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When you have understood what resolution is, it's time to go further - vector graphics.

What we already know

What we basically know about resolution is that it defines how many pixels or blocks you have to compose a certain physical measurement or raster graphic, hence, DPI or Dots per Inch. The more dots, the sharper your graphics. The more dots there are though, the more data your computer needs to remember and save.

So how do we create razor-sharp graphics without having to resort to gigabytes of images?
The answer is the use of vector graphics.

Vector is Math

There is a mathematical formula to every line and shape. Why store a drawing in dots that get blurry when you can just save the formula and redraw the dots no matter how many dots you need, everytime.

Now you know we can save formulas of shapes. So what other shapes can we save aside from triangles, squares, circles, and other weirdly-formed shape? The most common use of vector for print is for text.

Fonts used by text is a collection of 'weirdly-formed shapes' stored in mathematical formulas that lets you resize them to whatever size you want while maintaining sharpness.

So do I get that much better quality with vector?

Yes! Consider the following graphical example:


Notice how sharp vector is? You will definitely notice it in your prints especially when compared to low-resolution graphics. It is still noticeable even against high-resolution 300dpi or even 600dpi images. Also notice how solid the vector sample is as compared to the softened raster sample. This is especially important for solid CMYK colors as discussed in Designing for Print and Designing for CMYK aricles.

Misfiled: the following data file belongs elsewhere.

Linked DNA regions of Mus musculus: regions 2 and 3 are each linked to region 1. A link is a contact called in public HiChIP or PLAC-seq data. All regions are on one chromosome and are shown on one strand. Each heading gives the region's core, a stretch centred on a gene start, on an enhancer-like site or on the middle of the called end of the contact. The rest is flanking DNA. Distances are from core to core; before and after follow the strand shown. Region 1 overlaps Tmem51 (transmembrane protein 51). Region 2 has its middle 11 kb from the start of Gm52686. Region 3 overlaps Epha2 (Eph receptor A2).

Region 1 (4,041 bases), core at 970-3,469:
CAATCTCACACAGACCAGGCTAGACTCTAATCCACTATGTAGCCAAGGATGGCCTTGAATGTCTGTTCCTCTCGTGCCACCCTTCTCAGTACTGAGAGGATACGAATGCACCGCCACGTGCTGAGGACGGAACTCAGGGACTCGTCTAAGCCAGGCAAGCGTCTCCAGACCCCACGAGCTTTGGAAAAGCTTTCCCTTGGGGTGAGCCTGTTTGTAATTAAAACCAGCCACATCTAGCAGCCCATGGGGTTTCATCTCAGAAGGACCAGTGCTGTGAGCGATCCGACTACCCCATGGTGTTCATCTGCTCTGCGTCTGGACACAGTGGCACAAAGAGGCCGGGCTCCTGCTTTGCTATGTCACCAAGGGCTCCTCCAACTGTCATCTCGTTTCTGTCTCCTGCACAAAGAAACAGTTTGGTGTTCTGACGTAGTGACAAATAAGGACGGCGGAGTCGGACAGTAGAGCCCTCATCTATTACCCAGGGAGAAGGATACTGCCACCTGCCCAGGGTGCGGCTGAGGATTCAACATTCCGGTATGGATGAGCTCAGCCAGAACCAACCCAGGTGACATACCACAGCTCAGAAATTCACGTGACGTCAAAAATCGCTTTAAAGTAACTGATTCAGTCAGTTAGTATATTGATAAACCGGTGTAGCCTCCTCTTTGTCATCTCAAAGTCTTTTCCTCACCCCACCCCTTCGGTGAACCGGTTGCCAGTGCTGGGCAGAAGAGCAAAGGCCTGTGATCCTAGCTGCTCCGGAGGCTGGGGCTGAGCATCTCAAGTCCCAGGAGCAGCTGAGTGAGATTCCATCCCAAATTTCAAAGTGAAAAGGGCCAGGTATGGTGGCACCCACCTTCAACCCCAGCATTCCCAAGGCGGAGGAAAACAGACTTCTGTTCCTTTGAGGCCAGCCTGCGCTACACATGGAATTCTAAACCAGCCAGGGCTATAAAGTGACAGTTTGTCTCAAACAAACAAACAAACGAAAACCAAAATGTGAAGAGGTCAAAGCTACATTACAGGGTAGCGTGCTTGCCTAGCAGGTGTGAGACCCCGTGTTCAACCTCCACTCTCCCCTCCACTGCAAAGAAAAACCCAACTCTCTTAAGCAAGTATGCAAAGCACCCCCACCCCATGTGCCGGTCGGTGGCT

OK I'm convinced. How do I start using vector for my prints.

Each productivity and design software handles graphics in different ways. Some are pure raster, some are pure vector, some can do both with raster as output, and some can do both with vector as output.

Lets start with pure-raster software wherein no matter what you do, you cannot have vector outputs. The most popular software for raster graphics is Adobe Photoshop. Photoshop supports vector graphics, but it creates the dots and pixels based on your vector shapes and the end result is still – raster.

Software recommended for vector, particularly in print, is the industry-standard Adobe InDesign. InDesign supports having vector and raster graphics together in one document and can output documents that include both raster images and vector shapes resulting in very sharp documents that is also very light. InDesign has other alternatives such as Quark Xpress and CorelDRAW but we do not recommend them in our workflow as we are configured for InDesign's excellent tools, output, and workflow.

If you do not have any of the three vector software mentioned, you can also opt to use a more general vector graphic software such as Freehand and Illustrator, but you will often be limited to one page as they are not made for publications that often have many pages and other printing technicalities.